- Active Ingredient (e.g. "Pravastatin" is the active ingredient in brand name Pravachol)
- Dosage (e.g. 10 mg of the active ingredient)
- Safety (e.g. same or similar side effects, drug interactions)
- Performance (e.g. 10 mg of a "generic" can be substituted for 10 mg of the "brand" and have the same therapeutic result)
- Intended use (e.g. both "generic" and "brand" would be prescribed for the same conditions)
What this means is that "generic" medications can be used as a substitute of their brand equivalents with the comparable therapeutic results. There are a few exceptions (examples are outlined at the end of this page) and as always you should consult your physician before switching from a brand name medications to a generic or vice versa.
What differences are there between generic and brand?
While generics and brand equivalent drugs contain the same active ingredients, they may be different in the following ways:
- Appearance (e.g. the scoring or markings)
The color, shape and size of the medication come from the fillers that are added to the active ingredients to make the drug. These fillers that are added to the drug have no medical use and do not to change the effectiveness of the final product. A generic drug must contain comparable active ingredients and must have a comparable strength and dosage as the original brand name equivalent. Generic drugs can be more cost effective than purchasing the brand name.
Why do generics cost less than the brand name equivalents?
When a new drug is "invented", the company that discovered it has a patent on it that gives them the exclusive production rights for this medication. Once the patent expires in a country, other companies can bring the product to market under their own name. This patent prevents other companies from copying the drug during that time so they can earn back their Research and Development costs through being the exclusive supplier of the product. After the patent expires however, other companies can develop a "generic" version of the product. These versions generally are offered at much lower prices because the companies do not have the same development costs as the original company who developed the medication.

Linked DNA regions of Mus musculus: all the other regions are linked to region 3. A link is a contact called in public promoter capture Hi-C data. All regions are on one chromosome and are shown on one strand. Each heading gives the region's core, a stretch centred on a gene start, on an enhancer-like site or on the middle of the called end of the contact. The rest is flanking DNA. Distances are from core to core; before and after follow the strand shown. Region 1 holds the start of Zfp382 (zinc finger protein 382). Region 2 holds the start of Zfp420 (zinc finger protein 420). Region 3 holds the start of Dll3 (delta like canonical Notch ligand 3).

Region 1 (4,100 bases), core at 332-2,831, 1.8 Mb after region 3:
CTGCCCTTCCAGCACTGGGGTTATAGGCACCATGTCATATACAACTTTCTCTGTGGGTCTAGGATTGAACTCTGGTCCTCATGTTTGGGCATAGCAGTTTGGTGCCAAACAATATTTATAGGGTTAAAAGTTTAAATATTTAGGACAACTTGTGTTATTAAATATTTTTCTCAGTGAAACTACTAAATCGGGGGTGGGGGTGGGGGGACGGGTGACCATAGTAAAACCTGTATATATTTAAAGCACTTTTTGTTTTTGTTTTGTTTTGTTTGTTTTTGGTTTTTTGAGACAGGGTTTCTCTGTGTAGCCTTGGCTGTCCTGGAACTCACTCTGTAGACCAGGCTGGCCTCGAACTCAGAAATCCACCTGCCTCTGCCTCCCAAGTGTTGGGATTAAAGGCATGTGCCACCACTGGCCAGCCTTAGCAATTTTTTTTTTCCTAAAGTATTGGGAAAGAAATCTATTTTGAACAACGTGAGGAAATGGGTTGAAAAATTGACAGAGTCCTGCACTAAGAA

The main thing to realize here though is that the two products are therapeutically equivalent. They may look different, and be called something different.
How are Generic drugs tested to ensure quality and efficacy?
Generally speaking, the two most generally accepted methods to prove the safety of a generic version of a drug are to either repeat most of the chemistry, animal and human studies originally done, or to show that the drug performs comparably with the original brand name drug. This second option is called a "comparative bioavailability" study. During this type of study, volunteers are given the original drug, and then separately later the generic drug. The rates at which the drug is delivered to the patient (into their blood stream or otherwise absorbed) are measured to ensure they are the same. Because the same active ingredient is used the major concern is just that it delivers the common chemical(s) at the same rate so that they have the same effect. Please note that the methods that the manufacturers use may vary from country to country.